Friday morning: Joanie and I walked Center Street, while watching the parade as we went. I was impressed with the large balloons and the unceasing royalty floats. We walked our way to the Freedom Festival that housed booths, food, music, and good times. We ran into Thomas, Erin, and Rachel, which was fun. I bought some stained glass pendants, but we mostly just looked around. We did try deep-fired Oreos. Now, before you cringe you should know that they were actually very tasty. They also had deep-fried Twinkies, but we decided that we couldn't splurge that much. We also bought cotton candy and snow cones, just to round out the entire experience.

Friday Afternoon: Natalie came to Provo and we went up to Sundance with Jeri and her family. They have a family cabin up there and we went to celebrate together. We hiked to Stewart Falls from the bottom, which was a first for me.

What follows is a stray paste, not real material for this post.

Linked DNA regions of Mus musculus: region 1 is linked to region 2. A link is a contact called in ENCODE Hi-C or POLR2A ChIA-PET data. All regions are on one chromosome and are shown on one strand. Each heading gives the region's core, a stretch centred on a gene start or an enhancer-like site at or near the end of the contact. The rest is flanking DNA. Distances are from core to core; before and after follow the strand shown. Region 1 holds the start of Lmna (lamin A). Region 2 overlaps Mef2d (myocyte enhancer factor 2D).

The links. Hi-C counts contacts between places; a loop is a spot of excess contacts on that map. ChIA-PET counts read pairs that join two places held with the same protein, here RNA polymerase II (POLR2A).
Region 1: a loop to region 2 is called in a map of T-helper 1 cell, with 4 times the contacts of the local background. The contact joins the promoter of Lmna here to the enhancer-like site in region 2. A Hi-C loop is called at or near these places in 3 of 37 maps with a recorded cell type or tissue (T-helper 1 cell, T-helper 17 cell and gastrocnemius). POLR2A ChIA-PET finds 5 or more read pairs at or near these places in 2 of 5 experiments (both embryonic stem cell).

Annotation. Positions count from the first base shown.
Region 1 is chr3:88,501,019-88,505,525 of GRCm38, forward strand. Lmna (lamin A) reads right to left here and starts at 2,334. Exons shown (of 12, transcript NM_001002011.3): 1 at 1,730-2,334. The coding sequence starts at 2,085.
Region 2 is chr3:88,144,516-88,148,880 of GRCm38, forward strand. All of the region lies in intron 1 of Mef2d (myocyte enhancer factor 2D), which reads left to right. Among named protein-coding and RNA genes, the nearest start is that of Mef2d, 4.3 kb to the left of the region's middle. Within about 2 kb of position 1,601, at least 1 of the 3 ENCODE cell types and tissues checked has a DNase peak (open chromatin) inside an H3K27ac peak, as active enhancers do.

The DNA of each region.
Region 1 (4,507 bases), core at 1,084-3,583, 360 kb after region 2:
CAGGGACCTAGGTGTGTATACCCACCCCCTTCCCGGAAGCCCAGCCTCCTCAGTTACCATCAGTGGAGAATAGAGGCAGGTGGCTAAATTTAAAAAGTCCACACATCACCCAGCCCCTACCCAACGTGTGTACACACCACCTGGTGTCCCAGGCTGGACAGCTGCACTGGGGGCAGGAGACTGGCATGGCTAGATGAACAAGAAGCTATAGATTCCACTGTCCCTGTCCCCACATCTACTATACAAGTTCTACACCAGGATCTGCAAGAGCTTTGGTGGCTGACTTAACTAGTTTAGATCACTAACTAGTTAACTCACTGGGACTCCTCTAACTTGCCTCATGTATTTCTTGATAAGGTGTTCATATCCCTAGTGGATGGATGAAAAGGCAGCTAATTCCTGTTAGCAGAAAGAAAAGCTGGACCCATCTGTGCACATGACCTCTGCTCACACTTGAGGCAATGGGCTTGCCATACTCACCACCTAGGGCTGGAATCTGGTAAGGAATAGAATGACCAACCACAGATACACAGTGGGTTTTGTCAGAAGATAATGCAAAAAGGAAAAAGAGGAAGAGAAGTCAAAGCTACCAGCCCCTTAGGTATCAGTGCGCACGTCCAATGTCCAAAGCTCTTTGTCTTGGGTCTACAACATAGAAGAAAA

It was beautiful. It was great fun to walk with Molly, age 5. She and her sister really enjoyed the falls. We talked about all kinds of things and discovered small green, hanging caterpillars.

Friday Evening: We had a BBQ and enjoyed the amazing cabin. It is a swanky old cabin that was built to have parties. Evidently, Robert Redford has attended a party in the cabin. What really gave it away was the fact that three of the drawers in the kitchen have built-in glass storage rings. Yeah, you know they do a good deal of hosting when each glass has its own space.